Controlling stepper-motors

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(see also Unipolar stepper motor)

When disassembling a malfunctioning CD or floppy drive, we can surgeon-out some very nice parts, screws, springs, cogwheels, and... motors. There are different functions that are serviced by the motors:

  • rotating the CD or floppy in the drive
  • ejecting the CD drawer
  • moving the read/write head

The following motors have been obtained:

  • PL15S020 datasheet
  • MSAPO20501 0403b5 DC5V S C (datasheet?)
  • 11F6NA 1552 MA1 (datasheet?)
  • BML5E8DRD (datasheet?)
  • MDN3BT3DRA (datasheet?)
  • F4MJR04 (datasheet?)


The first three seem to be bipolar stepper motors, and thus we should be able to control them with one HB2 H-bridge module from digilent and the Cerebot board. They take 5V DC power. We will now experiment with these motors to see, if they could be used to propel a robot. Read more about how the stepper motors work in Wikipedia

Circuit connections



  • Simple test program that drives a stepper motor using HB2 module and Cerebot board:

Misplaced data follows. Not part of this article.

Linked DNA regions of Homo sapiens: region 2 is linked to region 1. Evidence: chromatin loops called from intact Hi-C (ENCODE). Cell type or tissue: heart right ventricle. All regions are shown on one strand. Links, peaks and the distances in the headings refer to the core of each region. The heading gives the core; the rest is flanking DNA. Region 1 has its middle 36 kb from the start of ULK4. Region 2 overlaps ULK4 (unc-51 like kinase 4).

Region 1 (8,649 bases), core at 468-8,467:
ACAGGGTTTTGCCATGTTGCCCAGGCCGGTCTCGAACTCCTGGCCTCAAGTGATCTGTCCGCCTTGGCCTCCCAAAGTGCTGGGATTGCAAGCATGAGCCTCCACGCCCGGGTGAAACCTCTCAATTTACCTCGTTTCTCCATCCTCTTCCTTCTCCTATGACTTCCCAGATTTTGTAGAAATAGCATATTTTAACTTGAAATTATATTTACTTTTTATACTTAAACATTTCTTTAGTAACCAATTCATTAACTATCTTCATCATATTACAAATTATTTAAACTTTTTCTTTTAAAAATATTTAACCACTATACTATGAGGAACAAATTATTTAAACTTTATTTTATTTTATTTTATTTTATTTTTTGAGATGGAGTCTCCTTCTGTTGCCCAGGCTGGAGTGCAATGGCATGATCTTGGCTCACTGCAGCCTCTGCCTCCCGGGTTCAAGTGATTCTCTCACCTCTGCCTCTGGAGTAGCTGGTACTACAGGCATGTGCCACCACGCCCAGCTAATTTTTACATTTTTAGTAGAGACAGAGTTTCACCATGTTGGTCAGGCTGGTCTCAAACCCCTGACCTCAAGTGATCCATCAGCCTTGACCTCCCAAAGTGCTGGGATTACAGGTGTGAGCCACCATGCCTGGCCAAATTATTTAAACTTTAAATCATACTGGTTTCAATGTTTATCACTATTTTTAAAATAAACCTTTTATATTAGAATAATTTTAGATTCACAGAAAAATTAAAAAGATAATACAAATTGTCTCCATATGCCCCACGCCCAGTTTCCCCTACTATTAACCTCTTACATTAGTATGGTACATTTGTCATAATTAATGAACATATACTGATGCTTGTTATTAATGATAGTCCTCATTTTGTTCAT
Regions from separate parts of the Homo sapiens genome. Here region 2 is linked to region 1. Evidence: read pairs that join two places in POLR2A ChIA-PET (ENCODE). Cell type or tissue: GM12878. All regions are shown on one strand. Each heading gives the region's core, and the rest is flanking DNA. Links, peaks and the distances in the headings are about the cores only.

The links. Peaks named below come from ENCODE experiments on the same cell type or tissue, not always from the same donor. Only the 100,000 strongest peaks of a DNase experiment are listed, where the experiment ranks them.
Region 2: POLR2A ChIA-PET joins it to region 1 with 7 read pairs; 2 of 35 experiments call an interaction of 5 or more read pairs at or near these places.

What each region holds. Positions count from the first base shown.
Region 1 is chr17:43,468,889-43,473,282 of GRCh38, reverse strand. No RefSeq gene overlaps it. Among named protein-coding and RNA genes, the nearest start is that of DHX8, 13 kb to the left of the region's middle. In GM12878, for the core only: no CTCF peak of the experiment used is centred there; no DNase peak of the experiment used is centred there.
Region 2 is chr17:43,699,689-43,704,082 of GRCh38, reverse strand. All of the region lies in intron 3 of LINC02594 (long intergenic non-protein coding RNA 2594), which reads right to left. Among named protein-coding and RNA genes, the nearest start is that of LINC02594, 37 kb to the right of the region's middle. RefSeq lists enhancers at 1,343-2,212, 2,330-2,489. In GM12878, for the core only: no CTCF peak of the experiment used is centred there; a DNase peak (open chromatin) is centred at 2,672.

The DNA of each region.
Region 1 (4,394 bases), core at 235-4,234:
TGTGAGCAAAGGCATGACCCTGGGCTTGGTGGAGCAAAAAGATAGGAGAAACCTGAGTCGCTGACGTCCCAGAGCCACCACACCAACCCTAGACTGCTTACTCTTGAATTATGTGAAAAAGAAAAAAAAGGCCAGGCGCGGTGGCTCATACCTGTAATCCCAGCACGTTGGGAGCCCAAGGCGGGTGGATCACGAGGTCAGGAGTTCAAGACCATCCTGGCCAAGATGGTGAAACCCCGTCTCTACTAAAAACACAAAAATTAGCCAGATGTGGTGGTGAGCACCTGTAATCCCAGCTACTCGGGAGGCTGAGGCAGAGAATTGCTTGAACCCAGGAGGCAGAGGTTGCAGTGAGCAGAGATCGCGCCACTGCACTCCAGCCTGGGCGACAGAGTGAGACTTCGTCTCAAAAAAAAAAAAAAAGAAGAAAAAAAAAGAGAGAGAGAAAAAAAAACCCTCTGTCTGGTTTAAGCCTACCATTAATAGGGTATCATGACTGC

The stepper motors we obtained from 3 1/2" floppy that were originally driving the floppy-drive heads could be controlled with Cerebot and HB2 module using the above program. The motors however, could not reach speed much higher than ca. 150 rotations/minute, and the lead screw cannot be applied to rotational force easily as it requires additional support (it is fixed in a specific position using plastic parts inside of the floppy drive). The strength of the torque is hardly sufficient to make the robot propel itself, but definitely not to carry and propel a robot. Thus these motors are not sufficient. Their bipolar driving is an additional complication, which makes them more difficult (even though also more fun) to use. It was recommended to us to use the motors from 5 1/4" floppy drives instead, which are not bipolar, and stronger. The motors driving the disk itself are permanently soldered to the PCB and thus they are also not very suitable for driving robot. We are now chasing for more motors that we could use as a propelling force for our robots.

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